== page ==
Missouri is set to carry out its tenth execution of the year tonight, but attorneys for Paul Goodwin are making several efforts to halt it.
Two requests for stays have been filed in a federal appeals court and one to the U.S. Supreme Court regarding Goodwin’s mental status. A request for clemency from Governor Jay Nixon is also based on that ground. Another request for stay has been filed with the U.S. Supreme Court based on arguments against Missouri’s execution protocol and means of acquiring the pentobarbital it uses for lethal injections.
A judge in the U.S. District Court for the Eastern District of Missouri has already denied Goodwin’s attorneys’ request for a stay based on his mental status. The other four court filings, mentioned above, are still pending.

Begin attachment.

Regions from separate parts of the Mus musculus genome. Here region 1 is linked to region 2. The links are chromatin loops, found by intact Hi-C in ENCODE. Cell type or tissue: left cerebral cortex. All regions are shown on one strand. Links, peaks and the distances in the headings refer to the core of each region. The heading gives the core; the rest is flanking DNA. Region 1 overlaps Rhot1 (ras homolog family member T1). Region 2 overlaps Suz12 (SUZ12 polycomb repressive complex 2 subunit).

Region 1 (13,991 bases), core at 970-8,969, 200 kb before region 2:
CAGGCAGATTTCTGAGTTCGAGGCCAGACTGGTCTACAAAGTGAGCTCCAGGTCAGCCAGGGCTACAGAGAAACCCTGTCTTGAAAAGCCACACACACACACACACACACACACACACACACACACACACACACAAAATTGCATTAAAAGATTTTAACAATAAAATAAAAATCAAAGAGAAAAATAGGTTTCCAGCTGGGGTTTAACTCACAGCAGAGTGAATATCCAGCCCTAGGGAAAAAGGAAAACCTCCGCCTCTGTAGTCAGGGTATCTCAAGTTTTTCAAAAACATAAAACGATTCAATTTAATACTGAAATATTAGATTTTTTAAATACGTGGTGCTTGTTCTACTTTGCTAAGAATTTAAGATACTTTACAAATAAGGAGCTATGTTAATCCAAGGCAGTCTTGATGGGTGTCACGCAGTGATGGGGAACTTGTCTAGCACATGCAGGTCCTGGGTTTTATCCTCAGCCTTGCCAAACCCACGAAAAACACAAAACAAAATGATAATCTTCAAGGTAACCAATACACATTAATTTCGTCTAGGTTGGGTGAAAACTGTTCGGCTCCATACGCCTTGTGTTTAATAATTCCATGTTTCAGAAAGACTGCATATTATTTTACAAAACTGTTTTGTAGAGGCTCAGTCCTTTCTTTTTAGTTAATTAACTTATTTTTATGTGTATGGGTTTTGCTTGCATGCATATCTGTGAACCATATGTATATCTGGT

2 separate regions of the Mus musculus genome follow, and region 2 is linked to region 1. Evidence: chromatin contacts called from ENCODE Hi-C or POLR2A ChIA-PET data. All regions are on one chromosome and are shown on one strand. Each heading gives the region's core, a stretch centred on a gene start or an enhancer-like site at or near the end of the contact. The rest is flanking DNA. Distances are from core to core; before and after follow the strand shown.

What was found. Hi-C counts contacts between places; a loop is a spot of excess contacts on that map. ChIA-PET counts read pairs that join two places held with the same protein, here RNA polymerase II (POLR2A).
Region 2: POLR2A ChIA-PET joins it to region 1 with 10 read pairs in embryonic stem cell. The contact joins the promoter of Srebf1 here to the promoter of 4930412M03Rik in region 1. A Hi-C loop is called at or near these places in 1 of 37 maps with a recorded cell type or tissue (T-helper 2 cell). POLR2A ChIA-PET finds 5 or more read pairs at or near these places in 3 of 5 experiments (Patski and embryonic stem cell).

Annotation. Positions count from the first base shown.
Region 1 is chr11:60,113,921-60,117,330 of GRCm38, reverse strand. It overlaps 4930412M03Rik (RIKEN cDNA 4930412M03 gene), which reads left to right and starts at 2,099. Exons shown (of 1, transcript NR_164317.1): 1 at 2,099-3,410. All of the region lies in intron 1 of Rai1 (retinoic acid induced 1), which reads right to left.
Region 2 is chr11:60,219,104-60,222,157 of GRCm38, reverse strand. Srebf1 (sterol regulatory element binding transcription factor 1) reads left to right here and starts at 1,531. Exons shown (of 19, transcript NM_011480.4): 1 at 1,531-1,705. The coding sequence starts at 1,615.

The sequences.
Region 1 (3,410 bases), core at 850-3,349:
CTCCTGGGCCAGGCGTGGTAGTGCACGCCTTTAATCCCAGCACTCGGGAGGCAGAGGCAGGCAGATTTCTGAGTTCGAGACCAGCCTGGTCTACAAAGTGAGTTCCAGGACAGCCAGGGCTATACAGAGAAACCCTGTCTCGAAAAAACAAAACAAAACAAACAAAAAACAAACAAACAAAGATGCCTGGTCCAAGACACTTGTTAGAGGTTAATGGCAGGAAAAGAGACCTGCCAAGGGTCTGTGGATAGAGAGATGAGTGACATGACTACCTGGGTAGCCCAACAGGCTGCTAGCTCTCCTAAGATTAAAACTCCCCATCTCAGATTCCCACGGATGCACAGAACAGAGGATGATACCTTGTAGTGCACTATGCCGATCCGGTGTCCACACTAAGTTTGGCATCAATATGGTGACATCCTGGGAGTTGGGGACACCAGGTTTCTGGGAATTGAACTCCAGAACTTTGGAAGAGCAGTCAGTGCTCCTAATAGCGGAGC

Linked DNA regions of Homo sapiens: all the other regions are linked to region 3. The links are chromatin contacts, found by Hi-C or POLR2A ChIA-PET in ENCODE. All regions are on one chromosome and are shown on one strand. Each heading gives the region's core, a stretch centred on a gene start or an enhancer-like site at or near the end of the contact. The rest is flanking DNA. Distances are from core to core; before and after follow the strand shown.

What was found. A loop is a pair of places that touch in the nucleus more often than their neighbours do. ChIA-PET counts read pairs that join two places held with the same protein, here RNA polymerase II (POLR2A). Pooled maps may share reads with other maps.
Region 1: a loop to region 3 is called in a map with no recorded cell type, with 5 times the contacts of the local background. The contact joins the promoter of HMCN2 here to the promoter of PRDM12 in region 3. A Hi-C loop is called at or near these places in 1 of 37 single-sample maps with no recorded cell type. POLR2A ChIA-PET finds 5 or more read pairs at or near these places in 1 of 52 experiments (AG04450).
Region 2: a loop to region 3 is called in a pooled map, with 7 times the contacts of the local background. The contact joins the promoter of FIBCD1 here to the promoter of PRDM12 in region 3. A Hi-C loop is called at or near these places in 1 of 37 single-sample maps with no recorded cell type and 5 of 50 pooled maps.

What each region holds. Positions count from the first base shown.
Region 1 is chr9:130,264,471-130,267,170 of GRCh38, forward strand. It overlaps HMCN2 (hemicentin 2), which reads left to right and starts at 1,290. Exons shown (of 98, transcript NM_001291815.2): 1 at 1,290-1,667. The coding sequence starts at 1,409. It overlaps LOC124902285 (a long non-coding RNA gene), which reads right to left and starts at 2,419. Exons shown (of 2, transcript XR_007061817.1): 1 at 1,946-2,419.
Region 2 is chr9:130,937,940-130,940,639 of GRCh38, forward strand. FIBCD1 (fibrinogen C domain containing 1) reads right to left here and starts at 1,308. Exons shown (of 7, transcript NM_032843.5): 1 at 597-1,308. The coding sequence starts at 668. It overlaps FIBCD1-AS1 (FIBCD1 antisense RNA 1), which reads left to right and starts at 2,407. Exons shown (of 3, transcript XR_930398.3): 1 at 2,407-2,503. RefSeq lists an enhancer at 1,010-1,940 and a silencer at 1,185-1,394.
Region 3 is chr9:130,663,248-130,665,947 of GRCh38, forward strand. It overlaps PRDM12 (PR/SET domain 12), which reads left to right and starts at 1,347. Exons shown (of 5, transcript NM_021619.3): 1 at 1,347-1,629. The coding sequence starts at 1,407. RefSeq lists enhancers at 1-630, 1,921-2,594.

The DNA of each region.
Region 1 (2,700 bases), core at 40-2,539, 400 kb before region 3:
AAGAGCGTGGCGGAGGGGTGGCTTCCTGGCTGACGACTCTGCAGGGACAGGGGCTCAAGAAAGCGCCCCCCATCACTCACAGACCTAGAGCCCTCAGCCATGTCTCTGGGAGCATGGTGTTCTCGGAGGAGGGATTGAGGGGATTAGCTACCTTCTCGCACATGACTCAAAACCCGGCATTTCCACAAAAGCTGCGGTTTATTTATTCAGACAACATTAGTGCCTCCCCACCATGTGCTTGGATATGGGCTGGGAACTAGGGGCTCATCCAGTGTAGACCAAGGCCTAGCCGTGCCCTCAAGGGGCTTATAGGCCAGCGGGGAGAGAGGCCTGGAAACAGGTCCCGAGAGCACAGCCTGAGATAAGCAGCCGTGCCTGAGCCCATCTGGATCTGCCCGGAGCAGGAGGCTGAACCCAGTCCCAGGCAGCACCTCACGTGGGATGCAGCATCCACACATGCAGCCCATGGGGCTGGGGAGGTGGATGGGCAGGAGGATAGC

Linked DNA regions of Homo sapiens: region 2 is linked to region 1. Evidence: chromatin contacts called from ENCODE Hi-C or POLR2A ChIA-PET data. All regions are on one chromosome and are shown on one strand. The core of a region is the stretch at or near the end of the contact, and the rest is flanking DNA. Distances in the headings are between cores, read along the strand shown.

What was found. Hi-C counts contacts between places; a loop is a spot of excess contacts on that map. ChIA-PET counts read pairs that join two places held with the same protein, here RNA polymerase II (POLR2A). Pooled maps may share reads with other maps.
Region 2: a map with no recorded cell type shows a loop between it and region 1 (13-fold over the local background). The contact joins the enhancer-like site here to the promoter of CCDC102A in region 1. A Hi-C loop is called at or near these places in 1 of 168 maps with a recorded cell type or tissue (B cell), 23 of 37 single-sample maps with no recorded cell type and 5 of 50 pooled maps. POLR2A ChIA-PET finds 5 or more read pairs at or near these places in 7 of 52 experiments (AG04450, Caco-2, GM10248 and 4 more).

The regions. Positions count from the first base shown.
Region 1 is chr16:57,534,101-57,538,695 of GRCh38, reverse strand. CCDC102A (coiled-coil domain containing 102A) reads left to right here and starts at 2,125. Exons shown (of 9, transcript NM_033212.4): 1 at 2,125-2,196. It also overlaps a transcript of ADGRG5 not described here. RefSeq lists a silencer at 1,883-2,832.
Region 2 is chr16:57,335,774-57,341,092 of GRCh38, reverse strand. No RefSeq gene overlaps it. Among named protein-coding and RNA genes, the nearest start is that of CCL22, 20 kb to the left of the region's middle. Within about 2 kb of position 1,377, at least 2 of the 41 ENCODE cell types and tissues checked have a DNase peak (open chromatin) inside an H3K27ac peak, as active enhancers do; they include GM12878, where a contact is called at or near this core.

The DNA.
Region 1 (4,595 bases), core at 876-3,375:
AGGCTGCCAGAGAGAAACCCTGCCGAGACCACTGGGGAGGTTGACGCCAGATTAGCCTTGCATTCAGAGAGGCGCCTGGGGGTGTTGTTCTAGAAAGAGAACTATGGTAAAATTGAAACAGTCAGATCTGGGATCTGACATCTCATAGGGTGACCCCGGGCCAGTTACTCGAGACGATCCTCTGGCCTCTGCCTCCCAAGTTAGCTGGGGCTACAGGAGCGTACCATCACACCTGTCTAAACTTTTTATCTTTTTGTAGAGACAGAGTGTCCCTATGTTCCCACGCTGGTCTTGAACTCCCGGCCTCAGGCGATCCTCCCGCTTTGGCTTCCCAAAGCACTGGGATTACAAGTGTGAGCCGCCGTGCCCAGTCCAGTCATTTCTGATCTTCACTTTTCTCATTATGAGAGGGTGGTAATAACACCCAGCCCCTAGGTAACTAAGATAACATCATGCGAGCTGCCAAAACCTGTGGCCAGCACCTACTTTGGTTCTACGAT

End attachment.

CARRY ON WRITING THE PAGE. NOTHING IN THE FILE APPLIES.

Goodwin murdered his former neighbor, Joan Crotts, in 1998. After hiding in her basement for several hours he forced her to perform a sex act on him, pushed her down the stairs and then struck her multiple times in the back of the head with a sledge-hammer.
Goodwin’s attorneys and a psychologist who has interviewed Goodwin several times in more than a decade have told the governor and the courts that Goodwin should not be executed because he has the mental capacity of a 13-year-old, that he is unable to understand the efforts to defend him, and that his is constitutionally incompetent to be executed. They are asking that a court halt his execution and then consider the claim that he has a mental disability.
Missouri’s Attorney General argues that Goodwin does not have a mental disability. It says the original jury was presented with the same argument regarding Goodwin’s mental capacity and still sentenced him to death, and several appeals based on the same argument have also been rejected. It also argues he is able to understand what sentence he faces.
Unless the Governor or a court intercedes, Goodwin will die by lethal injection at 12:01 Wednesday morning at the prison in Bonne Terre.